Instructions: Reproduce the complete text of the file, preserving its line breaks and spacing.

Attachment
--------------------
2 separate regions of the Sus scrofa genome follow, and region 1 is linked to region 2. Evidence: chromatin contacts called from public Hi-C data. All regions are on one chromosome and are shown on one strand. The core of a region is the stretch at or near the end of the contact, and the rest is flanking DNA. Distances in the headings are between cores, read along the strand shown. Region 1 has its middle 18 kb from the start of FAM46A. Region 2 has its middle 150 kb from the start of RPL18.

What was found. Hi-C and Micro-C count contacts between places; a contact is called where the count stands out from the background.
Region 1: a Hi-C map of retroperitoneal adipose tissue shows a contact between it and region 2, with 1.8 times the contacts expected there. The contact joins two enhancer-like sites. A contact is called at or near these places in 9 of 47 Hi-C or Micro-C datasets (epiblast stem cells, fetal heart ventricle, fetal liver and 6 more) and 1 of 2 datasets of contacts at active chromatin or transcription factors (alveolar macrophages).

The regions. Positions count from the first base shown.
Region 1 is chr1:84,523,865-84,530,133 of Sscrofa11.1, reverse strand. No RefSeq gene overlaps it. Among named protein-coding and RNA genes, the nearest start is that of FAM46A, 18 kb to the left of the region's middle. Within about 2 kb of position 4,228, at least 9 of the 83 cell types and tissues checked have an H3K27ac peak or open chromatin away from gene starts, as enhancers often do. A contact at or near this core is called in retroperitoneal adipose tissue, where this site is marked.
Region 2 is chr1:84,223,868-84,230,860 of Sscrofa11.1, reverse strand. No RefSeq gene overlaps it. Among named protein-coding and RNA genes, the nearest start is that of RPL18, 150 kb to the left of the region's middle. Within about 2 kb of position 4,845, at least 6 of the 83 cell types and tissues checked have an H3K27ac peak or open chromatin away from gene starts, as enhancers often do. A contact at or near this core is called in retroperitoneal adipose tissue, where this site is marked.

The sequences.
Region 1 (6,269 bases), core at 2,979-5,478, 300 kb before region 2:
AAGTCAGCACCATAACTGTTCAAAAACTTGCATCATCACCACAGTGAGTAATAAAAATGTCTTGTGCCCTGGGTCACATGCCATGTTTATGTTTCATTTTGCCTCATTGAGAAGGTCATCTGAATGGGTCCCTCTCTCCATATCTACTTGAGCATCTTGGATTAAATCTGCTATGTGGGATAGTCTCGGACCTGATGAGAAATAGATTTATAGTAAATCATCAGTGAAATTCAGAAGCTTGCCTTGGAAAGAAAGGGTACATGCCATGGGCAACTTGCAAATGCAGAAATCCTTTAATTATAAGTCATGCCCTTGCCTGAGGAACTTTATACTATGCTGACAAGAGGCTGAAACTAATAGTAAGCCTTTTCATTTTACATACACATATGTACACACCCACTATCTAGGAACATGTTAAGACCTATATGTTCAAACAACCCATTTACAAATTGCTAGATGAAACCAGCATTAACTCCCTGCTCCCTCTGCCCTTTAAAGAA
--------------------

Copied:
2 separate regions of the Sus scrofa genome follow, and region 1 is linked to region 2. Evidence: chromatin contacts called from public Hi-C data. All regions are on one chromosome and are shown on one strand. The core of a region is the stretch at or near the end of the contact, and the rest is flanking DNA. Distances in the headings are between cores, read along the strand shown. Region 1 has its middle 18 kb from the start of FAM46A. Region 2 has its middle 150 kb from the start of RPL18.

What was found. Hi-C and Micro-C count contacts between places; a contact is called where the count stands out from the background.
Region 1: a Hi-C map of retroperitoneal adipose tissue shows a contact between it and region 2, with 1.8 times the contacts expected there. The contact joins two enhancer-like sites. A contact is called at or near these places in 9 of 47 Hi-C or Micro-C datasets (epiblast stem cells, fetal heart ventricle, fetal liver and 6 more) and 1 of 2 datasets of contacts at active chromatin or transcription factors (alveolar macrophages).

The regions. Positions count from the first base shown.
Region 1 is chr1:84,523,865-84,530,133 of Sscrofa11.1, reverse strand. No RefSeq gene overlaps it. Among named protein-coding and RNA genes, the nearest start is that of FAM46A, 18 kb to the left of the region's middle. Within about 2 kb of position 4,228, at least 9 of the 83 cell types and tissues checked have an H3K27ac peak or open chromatin away from gene starts, as enhancers often do. A contact at or near this core is called in retroperitoneal adipose tissue, where this site is marked.
Region 2 is chr1:84,223,868-84,230,860 of Sscrofa11.1, reverse strand. No RefSeq gene overlaps it. Among named protein-coding and RNA genes, the nearest start is that of RPL18, 150 kb to the left of the region's middle. Within about 2 kb of position 4,845, at least 6 of the 83 cell types and tissues checked have an H3K27ac peak or open chromatin away from gene starts, as enhancers often do. A contact at or near this core is called in retroperitoneal adipose tissue, where this site is marked.

The sequences.
Region 1 (6,269 bases), core at 2,979-5,478, 300 kb before region 2:
AAGTCAGCACCATAACTGTTCAAAAACTTGCATCATCACCACAGTGAGTAATAAAAATGTCTTGTGCCCTGGGTCACATGCCATGTTTATGTTTCATTTTGCCTCATTGAGAAGGTCATCTGAATGGGTCCCTCTCTCCATATCTACTTGAGCATCTTGGATTAAATCTGCTATGTGGGATAGTCTCGGACCTGATGAGAAATAGATTTATAGTAAATCATCAGTGAAATTCAGAAGCTTGCCTTGGAAAGAAAGGGTACATGCCATGGGCAACTTGCAAATGCAGAAATCCTTTAATTATAAGTCATGCCCTTGCCTGAGGAACTTTATACTATGCTGACAAGAGGCTGAAACTAATAGTAAGCCTTTTCATTTTACATACACATATGTACACACCCACTATCTAGGAACATGTTAAGACCTATATGTTCAAACAACCCATTTACAAATTGCTAGATGAAACCAGCATTAACTCCCTGCTCCCTCTGCCCTTTAAAGAA